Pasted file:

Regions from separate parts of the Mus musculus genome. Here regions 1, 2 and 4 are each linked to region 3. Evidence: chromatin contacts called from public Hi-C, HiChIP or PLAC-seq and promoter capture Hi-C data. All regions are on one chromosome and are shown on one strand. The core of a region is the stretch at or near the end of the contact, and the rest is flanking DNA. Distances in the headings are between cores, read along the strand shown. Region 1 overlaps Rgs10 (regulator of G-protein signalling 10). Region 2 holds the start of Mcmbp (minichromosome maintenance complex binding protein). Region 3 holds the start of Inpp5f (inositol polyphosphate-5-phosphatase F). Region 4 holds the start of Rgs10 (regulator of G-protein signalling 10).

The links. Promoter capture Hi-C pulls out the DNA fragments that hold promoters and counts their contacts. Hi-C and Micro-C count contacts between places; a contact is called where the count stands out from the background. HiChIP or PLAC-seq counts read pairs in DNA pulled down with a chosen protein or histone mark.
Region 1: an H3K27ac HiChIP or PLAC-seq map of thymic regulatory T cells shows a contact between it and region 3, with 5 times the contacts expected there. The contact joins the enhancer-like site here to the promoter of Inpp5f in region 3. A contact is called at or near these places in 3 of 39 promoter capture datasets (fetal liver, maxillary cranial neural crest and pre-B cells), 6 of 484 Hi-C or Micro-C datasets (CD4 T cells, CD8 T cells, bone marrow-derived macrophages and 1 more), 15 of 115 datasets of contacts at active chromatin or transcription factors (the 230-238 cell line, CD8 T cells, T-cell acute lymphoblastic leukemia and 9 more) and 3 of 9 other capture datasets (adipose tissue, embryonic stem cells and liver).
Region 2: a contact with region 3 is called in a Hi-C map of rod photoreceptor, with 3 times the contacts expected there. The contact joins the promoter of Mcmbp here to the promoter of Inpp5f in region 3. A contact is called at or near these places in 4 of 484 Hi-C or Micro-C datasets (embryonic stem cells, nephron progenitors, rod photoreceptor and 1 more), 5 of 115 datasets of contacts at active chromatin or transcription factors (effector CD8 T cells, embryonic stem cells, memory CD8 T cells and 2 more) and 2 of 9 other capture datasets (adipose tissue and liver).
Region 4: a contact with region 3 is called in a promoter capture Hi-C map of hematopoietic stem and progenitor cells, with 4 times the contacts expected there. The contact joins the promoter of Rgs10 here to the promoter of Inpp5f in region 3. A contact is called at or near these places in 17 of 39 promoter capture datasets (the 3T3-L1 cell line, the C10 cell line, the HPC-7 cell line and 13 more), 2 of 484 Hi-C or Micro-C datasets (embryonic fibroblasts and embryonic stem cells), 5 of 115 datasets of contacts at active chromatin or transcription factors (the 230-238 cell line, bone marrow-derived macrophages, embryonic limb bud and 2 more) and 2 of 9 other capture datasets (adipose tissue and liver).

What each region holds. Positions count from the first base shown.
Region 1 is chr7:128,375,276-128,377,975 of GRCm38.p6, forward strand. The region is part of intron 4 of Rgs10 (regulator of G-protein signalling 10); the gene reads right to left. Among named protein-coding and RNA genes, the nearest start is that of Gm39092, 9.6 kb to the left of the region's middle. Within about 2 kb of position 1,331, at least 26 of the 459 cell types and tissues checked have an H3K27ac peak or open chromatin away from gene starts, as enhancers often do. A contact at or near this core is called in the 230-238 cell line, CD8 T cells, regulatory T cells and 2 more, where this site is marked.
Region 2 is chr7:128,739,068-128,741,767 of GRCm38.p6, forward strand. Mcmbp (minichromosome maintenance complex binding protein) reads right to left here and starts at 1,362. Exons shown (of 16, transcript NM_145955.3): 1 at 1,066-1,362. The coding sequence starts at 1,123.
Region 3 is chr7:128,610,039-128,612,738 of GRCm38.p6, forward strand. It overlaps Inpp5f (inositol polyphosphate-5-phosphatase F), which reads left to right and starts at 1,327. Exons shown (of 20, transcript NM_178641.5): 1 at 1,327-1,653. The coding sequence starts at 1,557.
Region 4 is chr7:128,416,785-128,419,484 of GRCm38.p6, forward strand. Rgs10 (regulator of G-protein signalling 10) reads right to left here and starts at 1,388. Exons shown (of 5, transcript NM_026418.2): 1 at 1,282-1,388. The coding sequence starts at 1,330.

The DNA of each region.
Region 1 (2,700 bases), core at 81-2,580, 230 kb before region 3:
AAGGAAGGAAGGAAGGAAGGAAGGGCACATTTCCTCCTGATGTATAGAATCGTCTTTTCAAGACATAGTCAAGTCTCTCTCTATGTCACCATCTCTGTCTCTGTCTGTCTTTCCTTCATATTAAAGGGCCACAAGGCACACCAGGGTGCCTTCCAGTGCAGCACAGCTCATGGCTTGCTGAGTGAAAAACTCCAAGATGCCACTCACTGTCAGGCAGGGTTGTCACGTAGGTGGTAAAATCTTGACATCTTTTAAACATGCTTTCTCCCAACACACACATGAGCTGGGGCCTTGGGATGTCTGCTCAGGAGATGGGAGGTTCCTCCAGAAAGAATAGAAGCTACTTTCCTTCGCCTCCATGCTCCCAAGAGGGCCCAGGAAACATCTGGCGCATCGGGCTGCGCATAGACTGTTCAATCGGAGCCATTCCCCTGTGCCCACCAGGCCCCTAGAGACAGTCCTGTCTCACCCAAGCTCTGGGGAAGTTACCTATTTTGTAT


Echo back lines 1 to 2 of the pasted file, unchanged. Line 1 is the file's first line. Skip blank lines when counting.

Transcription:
Regions from separate parts of the Mus musculus genome. Here regions 1, 2 and 4 are each linked to region 3. Evidence: chromatin contacts called from public Hi-C, HiChIP or PLAC-seq and promoter capture Hi-C data. All regions are on one chromosome and are shown on one strand. The core of a region is the stretch at or near the end of the contact, and the rest is flanking DNA. Distances in the headings are between cores, read along the strand shown. Region 1 overlaps Rgs10 (regulator of G-protein signalling 10). Region 2 holds the start of Mcmbp (minichromosome maintenance complex binding protein). Region 3 holds the start of Inpp5f (inositol polyphosphate-5-phosphatase F). Region 4 holds the start of Rgs10 (regulator of G-protein signalling 10).

The links. Promoter capture Hi-C pulls out the DNA fragments that hold promoters and counts their contacts. Hi-C and Micro-C count contacts between places; a contact is called where the count stands out from the background. HiChIP or PLAC-seq counts read pairs in DNA pulled down with a chosen protein or histone mark.